The Corner

In Ferguson, Witness Testimony Was Never Black And White

The following chart, currently making the rounds on Twitter, is an instructive exercise in how easily statistics can mislead:

The uncurious viewer of such a chart would have little reason not to conclude, based on this information, that Michael Brown was in the process of surrendering to Darren Wilson when he was shot – after all, that seems to have been the testimony of 16 witnesses who appeared before a St. Louis County grand jury.

The truth is, of course, more complicated. Here is the more detailed chart, courtesy of PBS’s NewsHour, from which the above information is culled:

One might note, looking at the information as it is represented here, that Witness 35, who states that Brown’s hands were up when he was fired on, also states that Brown charged Wilson. Witnesses 44 and 44 No. 2 say the same. Additionally, twelve witnesses who state that Brown’s hands were up either did not answer, or were not asked, whether Brown also ever put his hands at his waist — a movement that, according to Wilson’s testimony, suggested that he might be reaching for a weapon. These do not necessarily indicate contradictions, but clearly the situation — and the testimony — was complicated.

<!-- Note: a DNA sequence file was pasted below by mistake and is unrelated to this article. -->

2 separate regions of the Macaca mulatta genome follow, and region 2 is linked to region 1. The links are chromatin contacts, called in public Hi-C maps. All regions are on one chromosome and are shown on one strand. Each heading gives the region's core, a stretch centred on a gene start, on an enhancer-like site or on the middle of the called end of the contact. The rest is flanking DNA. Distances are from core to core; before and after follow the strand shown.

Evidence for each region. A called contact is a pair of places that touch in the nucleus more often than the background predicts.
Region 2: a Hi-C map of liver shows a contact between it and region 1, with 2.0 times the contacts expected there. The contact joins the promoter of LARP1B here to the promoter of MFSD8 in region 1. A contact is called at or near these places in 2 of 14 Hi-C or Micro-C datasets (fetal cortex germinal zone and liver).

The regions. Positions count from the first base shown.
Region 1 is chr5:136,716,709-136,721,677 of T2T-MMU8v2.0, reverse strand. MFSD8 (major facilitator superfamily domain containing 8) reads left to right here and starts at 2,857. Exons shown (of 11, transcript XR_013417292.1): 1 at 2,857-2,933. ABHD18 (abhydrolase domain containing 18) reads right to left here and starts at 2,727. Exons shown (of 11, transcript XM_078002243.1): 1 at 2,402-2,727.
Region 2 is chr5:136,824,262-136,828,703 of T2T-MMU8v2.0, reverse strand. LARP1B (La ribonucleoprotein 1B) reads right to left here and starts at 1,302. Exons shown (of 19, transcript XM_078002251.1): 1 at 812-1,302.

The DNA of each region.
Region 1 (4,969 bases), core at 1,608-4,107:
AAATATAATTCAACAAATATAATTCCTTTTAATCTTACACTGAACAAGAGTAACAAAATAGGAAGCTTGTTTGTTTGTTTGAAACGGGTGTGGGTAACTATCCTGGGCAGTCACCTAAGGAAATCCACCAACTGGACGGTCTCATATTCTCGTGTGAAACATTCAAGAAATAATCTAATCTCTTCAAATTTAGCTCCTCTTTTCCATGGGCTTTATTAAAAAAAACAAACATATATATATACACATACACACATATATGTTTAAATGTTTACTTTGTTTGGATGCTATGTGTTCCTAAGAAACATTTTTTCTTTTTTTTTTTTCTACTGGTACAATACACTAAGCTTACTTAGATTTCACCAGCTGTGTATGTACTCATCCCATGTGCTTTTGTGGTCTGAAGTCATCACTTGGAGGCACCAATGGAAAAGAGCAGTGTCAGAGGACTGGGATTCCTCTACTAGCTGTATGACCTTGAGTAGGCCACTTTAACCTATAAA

As the Associated Press discovered. An AP review of the released testimony “reveal[ed] numerous examples of statements made during the shooting investigation that were inconsistent, fabricated or provably wrong.” Besides conflicting with the testimony of others, or with itself, witnesses’ testimony conflicted with the physical evidence.

Obviously, the above graphic is a gross oversimplification, if not outright misrepresentation, of the witness testimony. But it is worth noting that even PBS’s graphic inevitably misleads, by polishing out the qualifications — and myriad other ineffables — that are crucial to a jury’s deliberations. Not every response is, or should be, equally weighted. The notion that the jury should simply have tallied up ayes and nays to a given question and decided accordingly is naïve.

Of course, those who have seen fit to loot and riot have no interest in the evidence. But it does not help the situation that what little evidence might gain traction is presented egregiously distorted.

Ian Tuttle — Ian Tuttle is the former Thomas L. Rhodes Journalism Fellow at the National Review Institute.

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